Ever since I first set my foot into Sims: Medieval, I have wanted more medieval-fantasy oriented simulators/management games to fill that very specific niche. There is a variety of castle-building simulators out there or even kingdom managers but I always wished for something closer to the earth.
Enter Crossroads Inn, an ambitious real-time management/simulator set in a fantasy world of Delcrys. As comes from the game’s name, your job would be to set up your own tavern – and while the premise might sound fun, you will find that keeping a busy inn running requires almost constant work. This is our Crossroads Inn Review!
The story of the campaign starts innocently enough, with your character inheriting an old tavern from an uncle with him overlooking fumbling attempts to prepare it for an important wedding. That means ordering products, decorating, hiring and paying servants, overseeing cleaning, cooking and so much more – and that is just the beginning. Who knows, if you choose the right options, you might end up claiming the throne!
As you continue to expand your establishment, the visitors’ expectations for your Inn will change accordingly. If in the very beginning of the game you could sate your guests with just a few mugs of cheap wine, soon enough there will be a demand for food, games, rooms to spend the night in and much more. If you do not manage to respond to those growing expectations, the fame of your inn will suffer, leading to fewer visitors and even less money.
Your workers grow alongside your business, becoming more efficient at what they do. You might want to set up priorities for your employees, like having a group of people who are all over taking orders, while another couple of workers are always cleaning, etc.
Depending on what your inn has to offer in terms of decorations and menu, you will entice entirely different crowds to check out your establishment. This is important because different social groups offer you different bonuses in terms of rumors – for example, political or military, that can be used in a variety of ways. The most widespread one is to haggle on the prices of products and delivery.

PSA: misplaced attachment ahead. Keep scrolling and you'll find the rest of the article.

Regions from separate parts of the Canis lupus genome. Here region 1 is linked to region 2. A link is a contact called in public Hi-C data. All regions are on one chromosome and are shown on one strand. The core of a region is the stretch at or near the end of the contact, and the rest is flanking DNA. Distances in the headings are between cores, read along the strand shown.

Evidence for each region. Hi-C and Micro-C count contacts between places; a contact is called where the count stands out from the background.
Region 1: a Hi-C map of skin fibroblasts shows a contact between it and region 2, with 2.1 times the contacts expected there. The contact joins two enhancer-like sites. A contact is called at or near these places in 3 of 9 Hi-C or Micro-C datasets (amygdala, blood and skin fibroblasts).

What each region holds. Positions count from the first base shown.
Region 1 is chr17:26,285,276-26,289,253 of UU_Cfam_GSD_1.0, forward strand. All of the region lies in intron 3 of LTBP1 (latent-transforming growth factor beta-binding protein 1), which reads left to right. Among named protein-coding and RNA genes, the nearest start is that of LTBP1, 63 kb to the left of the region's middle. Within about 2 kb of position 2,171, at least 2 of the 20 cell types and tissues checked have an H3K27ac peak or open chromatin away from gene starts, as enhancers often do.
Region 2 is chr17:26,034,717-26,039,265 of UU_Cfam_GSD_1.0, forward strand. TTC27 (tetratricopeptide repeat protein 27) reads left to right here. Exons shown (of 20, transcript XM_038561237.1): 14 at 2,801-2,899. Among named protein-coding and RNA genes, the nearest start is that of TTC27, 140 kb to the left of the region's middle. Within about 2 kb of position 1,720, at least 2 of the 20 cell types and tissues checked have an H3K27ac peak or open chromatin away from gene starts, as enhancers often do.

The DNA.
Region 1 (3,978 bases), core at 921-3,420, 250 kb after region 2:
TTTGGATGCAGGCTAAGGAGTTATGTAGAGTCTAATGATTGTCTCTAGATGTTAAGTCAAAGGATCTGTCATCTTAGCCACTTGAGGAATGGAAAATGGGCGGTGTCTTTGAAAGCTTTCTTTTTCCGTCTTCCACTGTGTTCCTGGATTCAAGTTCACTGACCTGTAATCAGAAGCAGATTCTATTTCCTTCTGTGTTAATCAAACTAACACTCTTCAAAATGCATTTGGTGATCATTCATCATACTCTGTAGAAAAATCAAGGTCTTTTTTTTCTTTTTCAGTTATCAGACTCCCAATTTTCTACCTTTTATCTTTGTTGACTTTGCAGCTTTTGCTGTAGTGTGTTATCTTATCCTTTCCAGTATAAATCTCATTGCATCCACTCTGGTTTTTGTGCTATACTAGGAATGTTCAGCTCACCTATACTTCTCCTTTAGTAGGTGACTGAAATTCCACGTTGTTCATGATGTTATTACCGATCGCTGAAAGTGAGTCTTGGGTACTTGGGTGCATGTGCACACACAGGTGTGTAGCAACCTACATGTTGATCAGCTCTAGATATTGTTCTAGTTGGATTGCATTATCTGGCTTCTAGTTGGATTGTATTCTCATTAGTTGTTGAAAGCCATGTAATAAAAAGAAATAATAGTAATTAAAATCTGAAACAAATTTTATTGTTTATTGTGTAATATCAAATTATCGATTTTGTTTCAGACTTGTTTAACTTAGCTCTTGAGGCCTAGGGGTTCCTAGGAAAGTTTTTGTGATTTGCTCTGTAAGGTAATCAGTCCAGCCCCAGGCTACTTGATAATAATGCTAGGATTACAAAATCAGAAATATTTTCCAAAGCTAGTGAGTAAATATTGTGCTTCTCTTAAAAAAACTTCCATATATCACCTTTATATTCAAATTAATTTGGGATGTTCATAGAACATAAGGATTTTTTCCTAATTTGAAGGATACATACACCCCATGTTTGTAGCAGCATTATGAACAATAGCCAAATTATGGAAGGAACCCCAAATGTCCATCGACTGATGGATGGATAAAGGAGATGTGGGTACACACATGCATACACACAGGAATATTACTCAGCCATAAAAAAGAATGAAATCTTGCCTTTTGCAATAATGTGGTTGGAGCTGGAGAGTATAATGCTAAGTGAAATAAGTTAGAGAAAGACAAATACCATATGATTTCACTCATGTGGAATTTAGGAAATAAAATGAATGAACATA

The campaign provides a good pace for the discovery of new gameplay elements linked to your progress in quests. Just as you thought you had figured it all out, your next mission will require building a new room and filling it with freshly learned decorations or, for example, unlocking the garden that allows you to grow your own ingredients instead of having to buy them. Unlocking Private rooms to station a local bard has been a game-changer, with the music bringing more coin that seemed possible for my (at that point) tiny inn.
You can also unlock some passive bonuses like the ability to use captured rats for meat. As long as the customers don’t know where the mystery meat came from, right? Other passives include an increased number of resources that can be delivered in one go, reducing the time it takes caravans to reach your inn and much more.
Unlike other management/sims games, like the aforementioned Sims: Medieval or Dungeons series, Crossroads Inn never enters a “lull” phase where you can slow down and take it from there. You will always have to be on top of the things, checking that you have enough ingredients, that rooms are clean and the staff is paid and so much more. Sometimes I would close the inn to visitors for a short time to catch my breath and catch up on everything, as it would get too stressful to try to navigate stubborn workers to the problems they keep ignoring.
I faced many technical issues during my time in Crossroads Inn. The worst I have encountered was one of the main quests not counting as complete and no longer allowing me to try for it again, leading to me having to load a save set about 4 hours prior and losing quite a bit of progress.
There is also an issue of workers colliding with each other and getting stuck by a door, claiming beds/tables and continuing to work thus preventing patrons from using them (the only way I have found to fix it so far is to fire a worker that is doing that). Colliding with objects like a doorframe or stairs and thus not being able to interact with them. The funniest bug I have seen happened when I sold one of the doors leading to my inn’s kitchen (there were others) to change the shape of the room a bit. All of my workers were absolutely determined to use only the no longer existing door to exit the kitchen and no other. It kept going on until I reverted everything back and put a door in the old place.
Note: the Steam key was provided for free for the purposes of this review.